A spokesperson told Reuters: “FIFA is not aware of a rise in episodes of cardiac arrests as indicated in your email and no cases have been flagged in relation to individuals receiving a COVID vaccine.

“Generally speaking, FIFA is in regular contact with leading research centres and experts to do research on a variety of medical topics.”

‘It may be tempting to blame Covid vaccines but pundits do have a public responsibility not to fuel vaccine hesitancy without any real evidence,’ added Professor Robert Dingwall.

Studies into heart inflammation after Covid vaccinations support that view and in two studies of more than 7 million people who had received the Pfizer vaccine, it identified the risk of developing the heart condition known as myocardities is about one in 50,000.

In contrast, from the earliest days of the pandemic it was clear that Covid itself was a cause of an abormal number of heart issues.

There is a link between the Covid-19 vaccine and heart conditions – but it is minuscule, officials say

Scientists believe there is a link between two minor heart conditions and the Covid-19 vaccine – but they say the risk is minuscule.

From analysis of UK and international data, there has been a signal of an increase of cases of myocarditis and pericarditis following vaccination with both Pfizer/BioNTech and Moderna vaccines.

Myocarditis is an inflammation of the heart muscle, while pericarditis is inflammation of the lining around your heart.

Symptoms include the onset of chest pain, shortness of breath or feelings of having a fast-beating, fluttering, or pounding heart.

The Government urge anyone who develops these symptoms within 2 weeks of a COVID-19 vaccination should urgently seek medical assistance.

Most individuals respond well to standard treatment and recover quickly.

The link between the Covid jabs and these two conditions, according to data, is strongest in younger men, and the median onset is within three days of vaccination.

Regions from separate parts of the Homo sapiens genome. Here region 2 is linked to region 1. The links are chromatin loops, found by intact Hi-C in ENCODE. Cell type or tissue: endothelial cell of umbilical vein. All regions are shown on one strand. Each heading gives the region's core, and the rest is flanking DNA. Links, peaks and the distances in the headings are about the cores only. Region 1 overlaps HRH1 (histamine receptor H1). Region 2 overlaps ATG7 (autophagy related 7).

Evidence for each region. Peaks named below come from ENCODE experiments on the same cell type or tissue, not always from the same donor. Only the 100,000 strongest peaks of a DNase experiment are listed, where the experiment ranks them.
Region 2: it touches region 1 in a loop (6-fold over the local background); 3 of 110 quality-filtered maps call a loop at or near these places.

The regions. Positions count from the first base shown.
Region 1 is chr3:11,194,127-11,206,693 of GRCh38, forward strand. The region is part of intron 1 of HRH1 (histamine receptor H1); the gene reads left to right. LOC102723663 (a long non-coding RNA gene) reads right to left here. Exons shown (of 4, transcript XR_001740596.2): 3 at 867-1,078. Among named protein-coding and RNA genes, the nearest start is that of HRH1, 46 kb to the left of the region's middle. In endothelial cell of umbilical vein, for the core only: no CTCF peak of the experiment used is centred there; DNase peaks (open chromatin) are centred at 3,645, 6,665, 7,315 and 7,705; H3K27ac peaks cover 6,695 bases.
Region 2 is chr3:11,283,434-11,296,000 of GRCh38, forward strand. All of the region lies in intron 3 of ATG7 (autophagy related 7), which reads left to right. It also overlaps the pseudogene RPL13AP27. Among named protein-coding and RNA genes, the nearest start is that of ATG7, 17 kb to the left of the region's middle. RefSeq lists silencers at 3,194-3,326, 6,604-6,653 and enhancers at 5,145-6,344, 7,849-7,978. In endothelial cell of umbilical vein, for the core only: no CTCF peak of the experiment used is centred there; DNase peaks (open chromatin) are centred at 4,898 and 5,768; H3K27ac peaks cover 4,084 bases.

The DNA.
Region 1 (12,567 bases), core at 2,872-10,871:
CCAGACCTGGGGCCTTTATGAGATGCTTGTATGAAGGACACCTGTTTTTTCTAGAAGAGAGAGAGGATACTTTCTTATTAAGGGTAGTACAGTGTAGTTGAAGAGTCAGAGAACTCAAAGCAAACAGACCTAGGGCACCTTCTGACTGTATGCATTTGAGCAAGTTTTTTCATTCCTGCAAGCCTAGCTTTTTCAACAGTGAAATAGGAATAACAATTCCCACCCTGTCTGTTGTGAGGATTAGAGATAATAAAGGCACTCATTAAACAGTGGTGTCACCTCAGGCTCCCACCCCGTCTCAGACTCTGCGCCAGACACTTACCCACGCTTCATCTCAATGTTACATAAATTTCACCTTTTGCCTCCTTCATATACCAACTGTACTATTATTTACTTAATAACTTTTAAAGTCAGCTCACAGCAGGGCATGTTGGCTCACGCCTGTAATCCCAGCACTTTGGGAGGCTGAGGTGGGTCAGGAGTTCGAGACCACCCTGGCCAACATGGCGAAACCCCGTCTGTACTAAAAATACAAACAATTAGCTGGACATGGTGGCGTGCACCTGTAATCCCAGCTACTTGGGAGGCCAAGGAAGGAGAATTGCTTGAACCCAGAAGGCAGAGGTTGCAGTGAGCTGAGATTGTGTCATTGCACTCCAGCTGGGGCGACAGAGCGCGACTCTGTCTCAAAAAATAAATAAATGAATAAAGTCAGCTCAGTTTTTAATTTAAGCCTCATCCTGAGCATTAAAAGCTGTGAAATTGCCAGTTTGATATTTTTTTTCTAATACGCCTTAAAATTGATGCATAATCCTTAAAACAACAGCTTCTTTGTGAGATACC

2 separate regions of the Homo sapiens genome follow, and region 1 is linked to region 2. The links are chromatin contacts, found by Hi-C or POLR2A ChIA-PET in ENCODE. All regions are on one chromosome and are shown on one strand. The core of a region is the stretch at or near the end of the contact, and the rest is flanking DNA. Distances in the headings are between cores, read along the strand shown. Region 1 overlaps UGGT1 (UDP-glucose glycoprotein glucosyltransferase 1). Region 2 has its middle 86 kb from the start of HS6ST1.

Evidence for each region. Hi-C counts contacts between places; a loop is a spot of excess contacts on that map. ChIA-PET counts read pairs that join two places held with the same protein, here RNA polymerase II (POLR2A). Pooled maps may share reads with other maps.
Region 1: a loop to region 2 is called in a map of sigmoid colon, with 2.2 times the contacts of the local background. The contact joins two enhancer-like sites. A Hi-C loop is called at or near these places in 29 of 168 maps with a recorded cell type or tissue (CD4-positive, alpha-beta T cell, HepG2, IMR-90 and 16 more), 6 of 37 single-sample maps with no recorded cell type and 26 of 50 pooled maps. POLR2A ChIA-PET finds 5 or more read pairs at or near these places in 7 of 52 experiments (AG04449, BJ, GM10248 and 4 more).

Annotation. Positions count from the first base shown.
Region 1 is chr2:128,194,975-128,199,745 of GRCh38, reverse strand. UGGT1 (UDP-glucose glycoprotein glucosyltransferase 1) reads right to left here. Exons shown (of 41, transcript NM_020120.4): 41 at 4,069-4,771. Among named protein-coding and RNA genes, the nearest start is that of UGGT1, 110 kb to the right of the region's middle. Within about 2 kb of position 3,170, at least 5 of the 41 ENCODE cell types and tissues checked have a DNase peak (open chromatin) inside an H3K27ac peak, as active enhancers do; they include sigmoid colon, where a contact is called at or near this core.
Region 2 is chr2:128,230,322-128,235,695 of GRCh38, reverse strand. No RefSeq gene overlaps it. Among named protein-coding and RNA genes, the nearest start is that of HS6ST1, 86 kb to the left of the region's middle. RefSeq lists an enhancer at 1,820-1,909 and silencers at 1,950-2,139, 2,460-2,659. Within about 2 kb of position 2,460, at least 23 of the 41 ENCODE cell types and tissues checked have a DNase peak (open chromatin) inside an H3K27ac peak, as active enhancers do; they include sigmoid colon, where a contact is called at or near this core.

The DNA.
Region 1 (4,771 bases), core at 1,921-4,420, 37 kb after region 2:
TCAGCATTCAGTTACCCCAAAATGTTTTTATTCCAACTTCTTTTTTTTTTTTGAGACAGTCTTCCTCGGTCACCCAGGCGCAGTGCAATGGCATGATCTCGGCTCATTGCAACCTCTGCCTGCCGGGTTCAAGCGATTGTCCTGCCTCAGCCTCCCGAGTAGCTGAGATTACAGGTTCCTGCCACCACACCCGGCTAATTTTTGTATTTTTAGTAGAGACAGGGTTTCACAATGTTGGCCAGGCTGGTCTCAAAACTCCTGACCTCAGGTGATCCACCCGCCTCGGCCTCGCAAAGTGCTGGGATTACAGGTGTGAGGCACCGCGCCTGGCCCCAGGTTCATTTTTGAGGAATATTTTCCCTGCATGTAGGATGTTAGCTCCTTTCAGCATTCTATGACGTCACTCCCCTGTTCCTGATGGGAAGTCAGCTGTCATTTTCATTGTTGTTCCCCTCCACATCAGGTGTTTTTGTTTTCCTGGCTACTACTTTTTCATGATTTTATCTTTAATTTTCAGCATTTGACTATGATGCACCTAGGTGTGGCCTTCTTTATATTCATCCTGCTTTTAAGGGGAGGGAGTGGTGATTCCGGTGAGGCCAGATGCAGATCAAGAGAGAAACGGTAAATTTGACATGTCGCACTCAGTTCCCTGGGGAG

But the risk is incredibly small, according to the data.

In the US 296 million doses of the Pfizer and Moderna vaccine had been given by 11 June with 1,226 reports of myocarditis after vaccination.

And in the UK, up to July 2021, there were 149 reports of myocarditis and 129 reports of pericarditis following use of the Pfizer/BioNTech vaccine, 82 reports of myocarditis and 140 reports of pericarditis following use of the AstraZeneca vaccine, and 25 reports of myocarditis and 22 reports of pericarditis following use of the Moderna vaccine.

This means the overall rates after both the first and second doses of Pfizer/BioNTech are 4.3 myocarditis cases per million doses and 3.8 pericarditis cases per million doses, for the rate is 1.7 myocarditis cases per million doses and 3.0 pericarditis cases per million doses, and for Moderna the rate is 14.7 myocarditis cases per million doses and 13.0 pericarditis cases per million doses.

There is a considerably stronger link between Covid patients and heart problems however.

According to figures, approximately 18 per cent of hospitalised patients suffering myocardial injury.

Meanwhile, in a US study of 1,597 athletes with recent SARS-CoV-2 infection, 0.31 per cent were diagnosed with myocarditis using a symptom-based screening strategy and 2.3 per cent were diagnosed with clinical or subclinical myocarditis.

Source: Public Health England